The price of forgiveness

By Dave Henning / September 25, 2013

In Chapter 5 (“The True Elder Brother”) of The Prodigal God, Timothy Keller reminds us that, prior to the Parable of the Two Lost Sons, Jesus told two other parables in response to the Pharisees’ complaint that He was fraternizing with sinners.  Those parables are the Parable of the Lost Sheep and the Parable of the Lost Coin.

The author notes obvious similarities between the three parables.  In each parable something is lost and the one who loses something gets it back.  As each narrative ends, there is rejoicing and celebration when what was lost is returned.

But there is one notable difference between the Parable of the Two Lost Sons and the first two parables.  In the first two parables someone diligently searches for that which is lost.  However, in the third parable, no one searches for the lost younger son.  That is what the elder brother should have done, and a true elder brother would have done, at great cost to him.  Pastor Keller states that Jesus put a flawed elder brother in the parable so that we would long for our true elder brother, who at great cost suffered and die for our sins.  Pastor Keller concludes:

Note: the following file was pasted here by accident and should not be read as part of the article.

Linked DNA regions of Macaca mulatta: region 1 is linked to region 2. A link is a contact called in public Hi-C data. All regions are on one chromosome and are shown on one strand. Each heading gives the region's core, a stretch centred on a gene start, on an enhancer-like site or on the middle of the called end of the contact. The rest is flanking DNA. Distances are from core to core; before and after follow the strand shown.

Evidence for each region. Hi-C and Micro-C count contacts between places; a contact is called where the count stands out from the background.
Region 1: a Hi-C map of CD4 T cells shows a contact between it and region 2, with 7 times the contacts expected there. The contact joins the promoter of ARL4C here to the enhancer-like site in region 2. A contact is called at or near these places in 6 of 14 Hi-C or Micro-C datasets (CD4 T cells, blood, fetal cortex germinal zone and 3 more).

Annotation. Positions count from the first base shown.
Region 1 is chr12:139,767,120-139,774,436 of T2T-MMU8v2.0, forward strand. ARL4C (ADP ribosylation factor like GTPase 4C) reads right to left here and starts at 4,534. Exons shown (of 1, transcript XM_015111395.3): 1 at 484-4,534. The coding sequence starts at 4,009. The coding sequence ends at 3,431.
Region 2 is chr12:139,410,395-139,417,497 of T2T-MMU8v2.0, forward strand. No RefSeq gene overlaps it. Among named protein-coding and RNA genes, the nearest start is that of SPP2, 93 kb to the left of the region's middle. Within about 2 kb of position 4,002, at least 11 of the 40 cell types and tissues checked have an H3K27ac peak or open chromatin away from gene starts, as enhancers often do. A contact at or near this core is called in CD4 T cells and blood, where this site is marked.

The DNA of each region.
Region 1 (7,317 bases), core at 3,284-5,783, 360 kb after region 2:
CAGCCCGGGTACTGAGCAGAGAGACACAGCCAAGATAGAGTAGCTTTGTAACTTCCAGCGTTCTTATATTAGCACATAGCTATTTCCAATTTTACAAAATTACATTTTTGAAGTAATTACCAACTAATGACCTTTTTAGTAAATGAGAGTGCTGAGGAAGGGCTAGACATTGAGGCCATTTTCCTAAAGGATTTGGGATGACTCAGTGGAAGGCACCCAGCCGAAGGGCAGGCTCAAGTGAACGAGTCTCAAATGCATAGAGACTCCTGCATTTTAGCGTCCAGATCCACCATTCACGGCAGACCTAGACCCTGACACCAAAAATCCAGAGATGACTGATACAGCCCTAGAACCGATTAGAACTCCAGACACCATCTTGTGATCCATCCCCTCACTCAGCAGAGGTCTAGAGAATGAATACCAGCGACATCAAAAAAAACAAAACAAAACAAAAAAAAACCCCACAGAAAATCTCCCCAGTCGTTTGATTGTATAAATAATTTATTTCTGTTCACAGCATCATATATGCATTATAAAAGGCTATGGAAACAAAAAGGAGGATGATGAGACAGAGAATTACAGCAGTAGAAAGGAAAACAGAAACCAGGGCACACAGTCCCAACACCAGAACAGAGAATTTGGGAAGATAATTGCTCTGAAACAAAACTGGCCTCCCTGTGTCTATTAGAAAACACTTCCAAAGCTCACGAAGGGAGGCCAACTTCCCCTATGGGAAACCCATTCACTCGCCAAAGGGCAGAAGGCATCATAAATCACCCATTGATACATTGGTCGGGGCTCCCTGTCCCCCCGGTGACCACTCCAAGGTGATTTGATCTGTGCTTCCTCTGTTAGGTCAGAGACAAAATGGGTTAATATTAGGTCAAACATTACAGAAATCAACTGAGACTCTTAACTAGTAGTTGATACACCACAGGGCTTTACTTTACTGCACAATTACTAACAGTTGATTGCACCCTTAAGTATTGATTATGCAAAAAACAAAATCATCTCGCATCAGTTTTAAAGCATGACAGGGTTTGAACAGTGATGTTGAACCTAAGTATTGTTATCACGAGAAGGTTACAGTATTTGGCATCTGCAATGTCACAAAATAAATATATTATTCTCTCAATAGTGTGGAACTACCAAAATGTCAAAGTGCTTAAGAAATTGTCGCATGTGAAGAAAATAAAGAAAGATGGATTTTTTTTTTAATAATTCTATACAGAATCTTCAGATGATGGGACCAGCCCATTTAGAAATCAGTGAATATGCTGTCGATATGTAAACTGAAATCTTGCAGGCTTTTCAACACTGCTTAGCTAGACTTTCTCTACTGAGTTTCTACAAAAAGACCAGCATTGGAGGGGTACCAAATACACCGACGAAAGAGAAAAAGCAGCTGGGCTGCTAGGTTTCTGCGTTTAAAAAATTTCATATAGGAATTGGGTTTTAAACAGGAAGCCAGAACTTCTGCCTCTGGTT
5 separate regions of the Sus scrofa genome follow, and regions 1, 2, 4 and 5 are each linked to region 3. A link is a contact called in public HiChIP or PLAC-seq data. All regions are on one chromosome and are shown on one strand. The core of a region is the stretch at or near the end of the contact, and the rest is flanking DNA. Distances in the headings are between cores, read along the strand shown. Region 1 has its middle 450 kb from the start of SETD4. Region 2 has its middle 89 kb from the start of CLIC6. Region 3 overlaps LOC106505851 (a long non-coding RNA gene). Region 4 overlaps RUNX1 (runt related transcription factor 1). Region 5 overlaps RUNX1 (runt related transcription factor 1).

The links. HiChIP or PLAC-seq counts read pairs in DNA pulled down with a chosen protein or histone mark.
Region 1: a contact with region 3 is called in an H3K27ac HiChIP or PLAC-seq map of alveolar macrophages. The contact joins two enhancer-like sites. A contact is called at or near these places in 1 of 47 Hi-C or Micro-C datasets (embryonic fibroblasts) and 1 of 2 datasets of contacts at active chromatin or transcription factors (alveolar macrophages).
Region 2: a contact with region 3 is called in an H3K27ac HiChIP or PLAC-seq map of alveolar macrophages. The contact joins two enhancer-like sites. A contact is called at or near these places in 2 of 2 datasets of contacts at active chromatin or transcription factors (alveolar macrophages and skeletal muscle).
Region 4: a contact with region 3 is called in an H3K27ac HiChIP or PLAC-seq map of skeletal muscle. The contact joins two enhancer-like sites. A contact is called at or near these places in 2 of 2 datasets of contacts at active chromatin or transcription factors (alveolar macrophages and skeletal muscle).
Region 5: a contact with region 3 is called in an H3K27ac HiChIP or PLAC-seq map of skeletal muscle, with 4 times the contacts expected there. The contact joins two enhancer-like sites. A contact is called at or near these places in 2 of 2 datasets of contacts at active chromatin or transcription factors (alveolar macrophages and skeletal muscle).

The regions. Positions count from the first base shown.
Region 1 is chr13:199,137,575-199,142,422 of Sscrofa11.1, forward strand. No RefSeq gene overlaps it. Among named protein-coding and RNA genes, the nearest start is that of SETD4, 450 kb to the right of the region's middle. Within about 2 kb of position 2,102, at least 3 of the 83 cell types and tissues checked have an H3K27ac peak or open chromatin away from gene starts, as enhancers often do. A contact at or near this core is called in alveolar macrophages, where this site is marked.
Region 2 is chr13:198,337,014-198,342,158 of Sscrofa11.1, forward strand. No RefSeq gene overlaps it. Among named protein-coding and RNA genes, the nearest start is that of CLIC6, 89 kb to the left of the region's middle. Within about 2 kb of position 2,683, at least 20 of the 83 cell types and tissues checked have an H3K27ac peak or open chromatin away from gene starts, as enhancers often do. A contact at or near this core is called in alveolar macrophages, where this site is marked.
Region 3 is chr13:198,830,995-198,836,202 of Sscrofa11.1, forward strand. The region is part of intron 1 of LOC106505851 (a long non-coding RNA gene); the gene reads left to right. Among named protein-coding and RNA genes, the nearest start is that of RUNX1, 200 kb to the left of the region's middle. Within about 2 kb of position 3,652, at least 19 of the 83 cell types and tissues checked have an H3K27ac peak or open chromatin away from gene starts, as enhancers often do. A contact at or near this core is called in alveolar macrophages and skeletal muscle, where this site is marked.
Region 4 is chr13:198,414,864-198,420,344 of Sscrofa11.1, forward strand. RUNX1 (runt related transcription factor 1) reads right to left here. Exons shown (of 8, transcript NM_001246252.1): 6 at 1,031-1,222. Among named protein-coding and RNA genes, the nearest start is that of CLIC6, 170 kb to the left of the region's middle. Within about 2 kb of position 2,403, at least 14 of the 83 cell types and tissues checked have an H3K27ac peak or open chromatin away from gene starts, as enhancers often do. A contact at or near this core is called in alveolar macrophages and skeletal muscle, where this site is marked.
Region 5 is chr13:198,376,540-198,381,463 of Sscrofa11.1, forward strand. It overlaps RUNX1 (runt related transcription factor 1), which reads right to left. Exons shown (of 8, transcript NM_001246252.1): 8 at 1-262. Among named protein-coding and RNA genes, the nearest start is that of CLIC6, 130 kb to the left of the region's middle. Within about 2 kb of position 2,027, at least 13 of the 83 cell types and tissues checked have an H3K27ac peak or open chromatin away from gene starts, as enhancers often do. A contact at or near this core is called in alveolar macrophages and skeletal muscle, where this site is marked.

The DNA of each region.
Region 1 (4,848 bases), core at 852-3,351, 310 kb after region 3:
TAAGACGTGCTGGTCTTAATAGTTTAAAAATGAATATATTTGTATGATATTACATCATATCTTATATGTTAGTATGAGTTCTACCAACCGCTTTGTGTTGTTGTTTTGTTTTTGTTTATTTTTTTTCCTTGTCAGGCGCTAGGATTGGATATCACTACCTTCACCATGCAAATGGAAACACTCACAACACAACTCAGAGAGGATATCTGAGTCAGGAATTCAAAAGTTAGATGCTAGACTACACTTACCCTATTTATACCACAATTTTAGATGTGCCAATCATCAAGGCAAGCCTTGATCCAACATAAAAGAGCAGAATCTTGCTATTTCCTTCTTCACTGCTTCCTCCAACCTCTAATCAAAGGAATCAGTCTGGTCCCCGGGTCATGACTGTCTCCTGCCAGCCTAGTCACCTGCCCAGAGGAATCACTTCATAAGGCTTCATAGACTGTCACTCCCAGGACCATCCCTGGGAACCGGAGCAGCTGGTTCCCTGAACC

“Mercy and forgiveness must be free and unmerited to the wrongdoer . . . . but forgiveness always comes at a cost to the one granting the forgiveness.”

Today’s question: What is the cost to you to forgive those involved in your ministry downsizing or vocation loss?  How does bearing that cost help you heal?  Please share.

Tomorrow’s blog: “Changing duty into choice”

About the author

Dave Henning

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